Yes, another possum post. I keep thinking I know everything the possum will do, what it will eat, and where I can expect my possum-losses to accumulate. I keep being surprised at how many ways my possum can eat me out of house and home (or garden, anyway).
No point in belabouring my latest losses. Here they are for all the world to see.
First, my largest sunflower head which I’d cleverly “protected” with a bag so I could harvest the seeds before the parrots did. I wonder if the possum learned from his avocado experience that a bag in the garden means something tasty inside.
Then, my sweet corn. It’s my late harvest. The good news is there are no nasty worms eating out the silk – obviously those moths/butterflies/creepy-crawlies have already done their pupating. The bad news is the cobs are smaller and less plentiful than my earlier crop. Or I thought that was the bad news until I found 3 ears, on the stalk, peeled and decidedly lacking in kernels.
I really do love my possum(s) – and one day I won’t be shocked by how clever he is (they are) at finding the most tasty stuff in my garden. Just not today.
Perhaps if they weren’t so cute you could get angrier at them?
I think you might be right, my cross to bear is cute garden thieves!
Feeding the natives is all very good, Laura, but brushtail possums are something else. They destroy your veggies even before they have had a chance to grow. They definitely look cute, but then they spend most of their waking hours fiercely fighting amongst themselves. My wife has fallen for their cuteness and feeds them at the front of the house while I attempt to grow a vegetable garden at the back.
Every autumn, when there are few tender leaves on the trees in our area, possums come down to the ground to forage. Then no matter what I try to deter them, they destroy my leafy greens. It’s heartbreaking!
This season when those destructive devils had again started to wreak their havoc, I could bear it no longer. I bought one of these possum deterrent device from the internet and pointed it towards those beds where the possum delicacies were attempting to grow.
Admittedly I had serious doubts that it would work, I had had too many disappointments before with spikes and spray-on deterrent, but it did. THAT DEVICE IS DOING ITS JOB! For the last month the possums have left that protected area alone. There has not been a single nibble, our leafy greens (Endives, spinach, French sorrel, parsley…) are healthier than I have ever seen them, it’s beautiful!
I postponed trying one of these things as I tend to think that gardening and technology should not mix, but I was wrong. I am now glad that I took this step. The losing battle and heart-ache every autumn is for me a thing of the past.
If some of Laura’s readers, or Laura herself want to try this device, I’ll describe it without giving a direct link as this is not a place for a commercial. A search for “sentinel possum deterrent” should easily find it. I purchased it on eBay from a small family business in Tasmania. The friendly seller was very helpful in helping me set up the controls to obtain the best results. The device is less expensive than I feared.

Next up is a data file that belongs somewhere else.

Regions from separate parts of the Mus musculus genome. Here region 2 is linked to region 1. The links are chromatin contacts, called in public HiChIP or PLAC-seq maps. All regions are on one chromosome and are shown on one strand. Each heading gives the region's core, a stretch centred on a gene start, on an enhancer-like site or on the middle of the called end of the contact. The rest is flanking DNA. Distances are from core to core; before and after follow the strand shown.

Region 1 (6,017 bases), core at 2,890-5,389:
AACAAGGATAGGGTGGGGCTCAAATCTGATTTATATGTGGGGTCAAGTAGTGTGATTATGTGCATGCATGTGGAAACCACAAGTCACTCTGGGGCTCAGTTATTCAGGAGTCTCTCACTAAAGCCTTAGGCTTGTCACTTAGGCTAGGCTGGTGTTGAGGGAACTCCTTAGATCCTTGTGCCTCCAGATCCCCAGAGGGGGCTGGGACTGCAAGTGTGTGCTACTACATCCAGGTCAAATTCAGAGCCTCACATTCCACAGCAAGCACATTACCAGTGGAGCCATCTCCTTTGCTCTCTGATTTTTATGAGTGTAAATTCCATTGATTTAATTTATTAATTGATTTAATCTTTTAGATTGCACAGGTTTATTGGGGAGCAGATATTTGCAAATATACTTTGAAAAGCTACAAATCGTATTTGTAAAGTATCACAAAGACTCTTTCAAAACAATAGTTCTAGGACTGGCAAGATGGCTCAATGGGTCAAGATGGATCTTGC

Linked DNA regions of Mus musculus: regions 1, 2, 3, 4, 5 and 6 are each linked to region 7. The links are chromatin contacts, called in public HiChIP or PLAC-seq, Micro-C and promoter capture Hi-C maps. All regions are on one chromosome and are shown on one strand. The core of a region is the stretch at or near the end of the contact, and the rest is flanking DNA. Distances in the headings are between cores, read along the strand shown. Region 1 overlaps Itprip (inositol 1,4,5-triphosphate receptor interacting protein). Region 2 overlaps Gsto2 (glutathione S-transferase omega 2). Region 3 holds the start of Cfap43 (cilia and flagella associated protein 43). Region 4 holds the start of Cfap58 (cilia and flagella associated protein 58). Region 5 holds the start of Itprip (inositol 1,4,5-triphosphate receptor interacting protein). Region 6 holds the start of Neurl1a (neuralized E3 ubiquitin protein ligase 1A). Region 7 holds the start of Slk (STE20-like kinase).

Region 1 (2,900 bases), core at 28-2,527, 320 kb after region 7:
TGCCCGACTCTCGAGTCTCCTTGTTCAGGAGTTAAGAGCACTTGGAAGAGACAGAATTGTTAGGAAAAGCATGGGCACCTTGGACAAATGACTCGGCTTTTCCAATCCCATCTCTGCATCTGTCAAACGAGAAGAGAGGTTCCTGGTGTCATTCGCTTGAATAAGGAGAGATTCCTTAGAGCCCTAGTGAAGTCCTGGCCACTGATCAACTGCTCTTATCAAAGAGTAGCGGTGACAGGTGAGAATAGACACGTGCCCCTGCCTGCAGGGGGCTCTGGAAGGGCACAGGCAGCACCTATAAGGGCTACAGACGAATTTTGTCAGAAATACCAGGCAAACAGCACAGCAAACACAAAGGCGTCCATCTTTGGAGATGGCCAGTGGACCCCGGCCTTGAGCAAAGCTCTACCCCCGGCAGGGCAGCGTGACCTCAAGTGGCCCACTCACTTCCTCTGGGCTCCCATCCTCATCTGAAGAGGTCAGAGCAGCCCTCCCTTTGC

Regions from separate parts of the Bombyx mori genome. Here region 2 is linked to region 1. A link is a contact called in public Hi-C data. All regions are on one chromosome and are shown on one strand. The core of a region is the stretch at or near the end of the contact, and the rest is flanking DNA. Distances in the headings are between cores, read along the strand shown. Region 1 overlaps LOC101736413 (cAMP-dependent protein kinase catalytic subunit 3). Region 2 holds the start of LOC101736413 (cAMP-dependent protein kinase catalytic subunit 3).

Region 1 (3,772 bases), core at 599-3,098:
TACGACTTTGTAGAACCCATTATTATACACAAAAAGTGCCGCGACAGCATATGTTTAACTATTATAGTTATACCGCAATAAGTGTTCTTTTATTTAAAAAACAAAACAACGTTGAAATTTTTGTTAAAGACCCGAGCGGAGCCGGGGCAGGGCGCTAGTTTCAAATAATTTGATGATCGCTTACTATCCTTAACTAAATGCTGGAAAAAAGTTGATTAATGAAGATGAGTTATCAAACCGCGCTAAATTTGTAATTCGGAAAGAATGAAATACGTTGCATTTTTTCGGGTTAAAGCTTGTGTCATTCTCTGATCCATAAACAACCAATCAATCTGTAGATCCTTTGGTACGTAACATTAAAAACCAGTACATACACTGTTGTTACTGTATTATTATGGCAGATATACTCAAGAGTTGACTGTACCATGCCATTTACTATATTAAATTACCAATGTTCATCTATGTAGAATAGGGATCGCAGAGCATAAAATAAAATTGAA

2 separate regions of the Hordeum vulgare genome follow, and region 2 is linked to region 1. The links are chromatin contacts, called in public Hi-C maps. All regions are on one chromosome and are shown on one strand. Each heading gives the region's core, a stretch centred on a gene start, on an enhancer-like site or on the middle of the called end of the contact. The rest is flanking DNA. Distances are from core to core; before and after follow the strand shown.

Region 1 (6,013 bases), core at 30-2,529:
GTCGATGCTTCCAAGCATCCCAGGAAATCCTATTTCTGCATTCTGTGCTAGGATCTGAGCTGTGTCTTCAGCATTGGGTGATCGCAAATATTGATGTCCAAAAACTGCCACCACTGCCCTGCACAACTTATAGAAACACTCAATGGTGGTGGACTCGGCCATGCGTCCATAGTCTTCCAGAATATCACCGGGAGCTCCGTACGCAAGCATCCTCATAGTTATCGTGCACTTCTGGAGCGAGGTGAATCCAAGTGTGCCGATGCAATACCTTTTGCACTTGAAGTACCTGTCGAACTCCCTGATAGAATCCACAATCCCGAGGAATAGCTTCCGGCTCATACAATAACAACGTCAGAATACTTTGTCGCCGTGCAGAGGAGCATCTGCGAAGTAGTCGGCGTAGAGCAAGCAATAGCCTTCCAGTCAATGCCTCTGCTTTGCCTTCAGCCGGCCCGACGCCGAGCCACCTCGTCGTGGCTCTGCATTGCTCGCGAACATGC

The small gadget combines ultrasound, sound and a strobe light to make the area it protects inhospitable to the possums. It is absolutely innocuous to us humans. It would disturb Laura’s chooks, if they roamed onto these veggie patches at night, but then I am sure they are safely roosting during those hours when the device needs to be switched on to protect the plants from possums.
I hope that my advocacy of this solution does not clash too much with the readers of this blog who are probably not too inclined towards modern technology. Now that I have tried it however, this solution appears simple, efficient and economical (if the gadget lasts several years as the seller suggested).
John, I’ve heard of these things. I have no problem with people using them as they really are just a more efficient means of a barrier which is the form of defence I attempt (with not great success) myself. I’d be strongly opposed to trapping or harming possums, but just making them dislike your garden is fine.
I have used something similar in a garage – it was a plug in device that emitted a high-pitched sound designed to keep away rats and I suspect it worked on possums as well. I had goods stored in the garage and something moved in and chewed material to make a nest and left droppings everywhere. Sometimes you really do have to chase critters away.
I’m not at that point with my garden. I am “happy” to share food and I wear my losses with some stoicism. In this area brushtail possums are hardly endangered but I’m still a little sympathetic to their plight because suburbia has taken over almost all their habitat.
I don’t leave feed out for any native animals because I don’t want them to stop foraging for what they should be eating in their natural diet. But I am sure my chicken feed and veggies really do have the same result.
It’s a tough balance between sharing the environment with natives, modifying the way they live naturally and keeping your sanity as a garden owner and we each have to find what works best for us.
Thanks for the tip for the sentinel – who knows, one day I may be fed up enough and try something like that myself.
you are very generous! …even if a little begrudgingly sometimes. 😉
Oh yes, it’s easy to be generous when what you are “giving” is taken in the night. By those standards I’m a truly generous soul 🙂